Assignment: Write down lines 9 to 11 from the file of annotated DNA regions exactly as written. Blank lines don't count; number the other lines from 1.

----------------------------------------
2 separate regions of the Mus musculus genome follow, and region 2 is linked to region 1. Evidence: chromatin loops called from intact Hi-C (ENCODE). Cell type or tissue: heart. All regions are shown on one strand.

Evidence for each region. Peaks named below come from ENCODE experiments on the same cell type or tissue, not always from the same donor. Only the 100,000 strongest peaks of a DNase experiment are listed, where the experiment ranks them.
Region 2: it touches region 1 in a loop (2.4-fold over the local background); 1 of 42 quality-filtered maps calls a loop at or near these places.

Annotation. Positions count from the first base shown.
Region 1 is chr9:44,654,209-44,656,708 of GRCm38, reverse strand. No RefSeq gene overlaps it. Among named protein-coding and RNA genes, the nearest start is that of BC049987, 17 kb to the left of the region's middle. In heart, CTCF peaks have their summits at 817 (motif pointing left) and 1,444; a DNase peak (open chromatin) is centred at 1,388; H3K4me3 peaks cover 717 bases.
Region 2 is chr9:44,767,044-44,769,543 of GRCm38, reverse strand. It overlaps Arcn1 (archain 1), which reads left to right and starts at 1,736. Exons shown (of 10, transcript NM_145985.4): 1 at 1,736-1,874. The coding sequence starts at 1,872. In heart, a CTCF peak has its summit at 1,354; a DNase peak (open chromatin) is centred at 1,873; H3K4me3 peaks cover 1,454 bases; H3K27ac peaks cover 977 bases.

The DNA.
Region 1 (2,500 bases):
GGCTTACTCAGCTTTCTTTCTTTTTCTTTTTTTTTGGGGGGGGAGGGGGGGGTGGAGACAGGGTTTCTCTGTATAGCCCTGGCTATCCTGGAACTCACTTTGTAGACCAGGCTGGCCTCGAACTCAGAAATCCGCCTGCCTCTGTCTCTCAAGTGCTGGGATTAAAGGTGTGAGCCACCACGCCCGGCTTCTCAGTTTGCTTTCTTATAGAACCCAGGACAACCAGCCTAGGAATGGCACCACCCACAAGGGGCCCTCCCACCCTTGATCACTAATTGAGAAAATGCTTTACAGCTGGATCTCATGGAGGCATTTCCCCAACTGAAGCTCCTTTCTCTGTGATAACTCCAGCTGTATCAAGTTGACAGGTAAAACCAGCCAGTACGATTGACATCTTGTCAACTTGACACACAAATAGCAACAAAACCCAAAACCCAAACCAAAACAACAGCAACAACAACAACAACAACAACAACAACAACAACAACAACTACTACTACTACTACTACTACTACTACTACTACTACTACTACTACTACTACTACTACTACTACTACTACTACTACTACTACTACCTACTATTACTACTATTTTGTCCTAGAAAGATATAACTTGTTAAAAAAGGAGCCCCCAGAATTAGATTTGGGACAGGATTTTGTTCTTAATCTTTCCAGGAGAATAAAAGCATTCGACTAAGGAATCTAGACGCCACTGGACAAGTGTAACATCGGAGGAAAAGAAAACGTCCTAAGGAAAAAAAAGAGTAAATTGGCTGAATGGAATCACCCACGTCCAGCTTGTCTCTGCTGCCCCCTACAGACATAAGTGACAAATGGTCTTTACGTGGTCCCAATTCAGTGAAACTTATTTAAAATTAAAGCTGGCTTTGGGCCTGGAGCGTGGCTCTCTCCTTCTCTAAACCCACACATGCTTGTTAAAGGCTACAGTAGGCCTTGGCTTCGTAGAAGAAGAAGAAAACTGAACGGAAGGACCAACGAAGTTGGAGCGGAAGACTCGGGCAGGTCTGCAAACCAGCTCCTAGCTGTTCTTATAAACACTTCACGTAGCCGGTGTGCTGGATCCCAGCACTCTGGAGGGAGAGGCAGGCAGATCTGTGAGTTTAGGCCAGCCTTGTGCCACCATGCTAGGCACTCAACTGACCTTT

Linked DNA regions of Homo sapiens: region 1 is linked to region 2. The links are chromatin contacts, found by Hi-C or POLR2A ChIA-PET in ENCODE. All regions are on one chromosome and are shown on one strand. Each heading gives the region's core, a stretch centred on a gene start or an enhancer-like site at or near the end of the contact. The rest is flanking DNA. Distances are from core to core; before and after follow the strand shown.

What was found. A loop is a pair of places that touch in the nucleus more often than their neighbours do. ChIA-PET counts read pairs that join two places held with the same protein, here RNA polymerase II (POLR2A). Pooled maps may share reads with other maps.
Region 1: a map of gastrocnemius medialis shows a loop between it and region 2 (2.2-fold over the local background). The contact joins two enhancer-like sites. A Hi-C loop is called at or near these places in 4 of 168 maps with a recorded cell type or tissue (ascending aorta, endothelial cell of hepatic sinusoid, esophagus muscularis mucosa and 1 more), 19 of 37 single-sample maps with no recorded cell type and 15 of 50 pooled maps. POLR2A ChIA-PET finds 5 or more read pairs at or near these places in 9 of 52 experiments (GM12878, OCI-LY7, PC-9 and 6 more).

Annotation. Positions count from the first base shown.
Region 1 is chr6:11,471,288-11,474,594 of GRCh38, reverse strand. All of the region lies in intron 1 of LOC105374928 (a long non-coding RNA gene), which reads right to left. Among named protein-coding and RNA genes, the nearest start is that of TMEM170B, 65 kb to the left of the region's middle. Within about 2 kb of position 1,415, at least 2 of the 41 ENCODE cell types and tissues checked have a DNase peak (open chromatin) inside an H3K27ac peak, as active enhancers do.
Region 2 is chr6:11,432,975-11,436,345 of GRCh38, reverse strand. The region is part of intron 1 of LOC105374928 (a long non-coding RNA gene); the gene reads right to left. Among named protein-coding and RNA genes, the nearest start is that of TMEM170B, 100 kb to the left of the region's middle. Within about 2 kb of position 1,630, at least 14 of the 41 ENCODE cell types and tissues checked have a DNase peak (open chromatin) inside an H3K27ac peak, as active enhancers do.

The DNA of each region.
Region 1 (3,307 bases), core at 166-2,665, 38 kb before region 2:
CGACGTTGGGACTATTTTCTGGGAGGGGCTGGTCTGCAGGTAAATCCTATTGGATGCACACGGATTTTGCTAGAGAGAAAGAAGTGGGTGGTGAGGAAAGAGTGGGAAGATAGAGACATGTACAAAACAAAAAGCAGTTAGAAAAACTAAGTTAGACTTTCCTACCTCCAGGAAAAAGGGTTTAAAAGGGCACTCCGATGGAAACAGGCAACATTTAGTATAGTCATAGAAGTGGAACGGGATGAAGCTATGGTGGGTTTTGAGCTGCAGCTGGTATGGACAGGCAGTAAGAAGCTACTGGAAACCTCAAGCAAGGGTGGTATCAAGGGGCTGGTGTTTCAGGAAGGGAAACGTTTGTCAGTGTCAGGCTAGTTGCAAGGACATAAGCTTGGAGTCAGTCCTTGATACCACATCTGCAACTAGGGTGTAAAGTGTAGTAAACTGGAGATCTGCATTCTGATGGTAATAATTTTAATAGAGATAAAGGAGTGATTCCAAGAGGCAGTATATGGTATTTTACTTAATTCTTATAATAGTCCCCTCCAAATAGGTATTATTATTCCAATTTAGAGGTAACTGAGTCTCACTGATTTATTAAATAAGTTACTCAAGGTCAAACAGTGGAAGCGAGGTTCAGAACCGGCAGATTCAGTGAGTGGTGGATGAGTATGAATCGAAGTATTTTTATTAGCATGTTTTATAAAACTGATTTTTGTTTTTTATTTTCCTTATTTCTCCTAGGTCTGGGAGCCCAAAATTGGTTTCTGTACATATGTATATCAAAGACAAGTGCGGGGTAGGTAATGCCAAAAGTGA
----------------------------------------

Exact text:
GGCTTACTCAGCTTTCTTTCTTTTTCTTTTTTTTTGGGGGGGGAGGGGGGGGTGGAGACAGGGTTTCTCTGTATAGCCCTGGCTATCCTGGAACTCACTTTGTAGACCAGGCTGGCCTCGAACTCAGAAATCCGCCTGCCTCTGTCTCTCAAGTGCTGGGATTAAAGGTGTGAGCCACCACGCCCGGCTTCTCAGTTTGCTTTCTTATAGAACCCAGGACAACCAGCCTAGGAATGGCACCACCCACAAGGGGCCCTCCCACCCTTGATCACTAATTGAGAAAATGCTTTACAGCTGGATCTCATGGAGGCATTTCCCCAACTGAAGCTCCTTTCTCTGTGATAACTCCAGCTGTATCAAGTTGACAGGTAAAACCAGCCAGTACGATTGACATCTTGTCAACTTGACACACAAATAGCAACAAAACCCAAAACCCAAACCAAAACAACAGCAACAACAACAACAACAACAACAACAACAACAACAACAACTACTACTACTACTACTACTACTACTACTACTACTACTACTACTACTACTACTACTACTACTACTACTACTACTACTACTACTACCTACTATTACTACTATTTTGTCCTAGAAAGATATAACTTGTTAAAAAAGGAGCCCCCAGAATTAGATTTGGGACAGGATTTTGTTCTTAATCTTTCCAGGAGAATAAAAGCATTCGACTAAGGAATCTAGACGCCACTGGACAAGTGTAACATCGGAGGAAAAGAAAACGTCCTAAGGAAAAAAAAGAGTAAATTGGCTGAATGGAATCACCCACGTCCAGCTTGTCTCTGCTGCCCCCTACAGACATAAGTGACAAATGGTCTTTACGTGGTCCCAATTCAGTGAAACTTATTTAAAATTAAAGCTGGCTTTGGGCCTGGAGCGTGGCTCTCTCCTTCTCTAAACCCACACATGCTTGTTAAAGGCTACAGTAGGCCTTGGCTTCGTAGAAGAAGAAGAAAACTGAACGGAAGGACCAACGAAGTTGGAGCGGAAGACTCGGGCAGGTCTGCAAACCAGCTCCTAGCTGTTCTTATAAACACTTCACGTAGCCGGTGTGCTGGATCCCAGCACTCTGGAGGGAGAGGCAGGCAGATCTGTGAGTTTAGGCCAGCCTTGTGCCACCATGCTAGGCACTCAACTGACCTTT

Linked DNA regions of Homo sapiens: region 1 is linked to region 2. The links are chromatin contacts, found by Hi-C or POLR2A ChIA-PET in ENCODE. All regions are on one chromosome and are shown on one strand. Each heading gives the region's core, a stretch centred on a gene start or an enhancer-like site at or near the end of the contact. The rest is flanking DNA. Distances are from core to core; before and after follow the strand shown.

What was found. A loop is a pair of places that touch in the nucleus more often than their neighbours do. ChIA-PET counts read pairs that join two places held with the same protein, here RNA polymerase II (POLR2A). Pooled maps may share reads with other maps.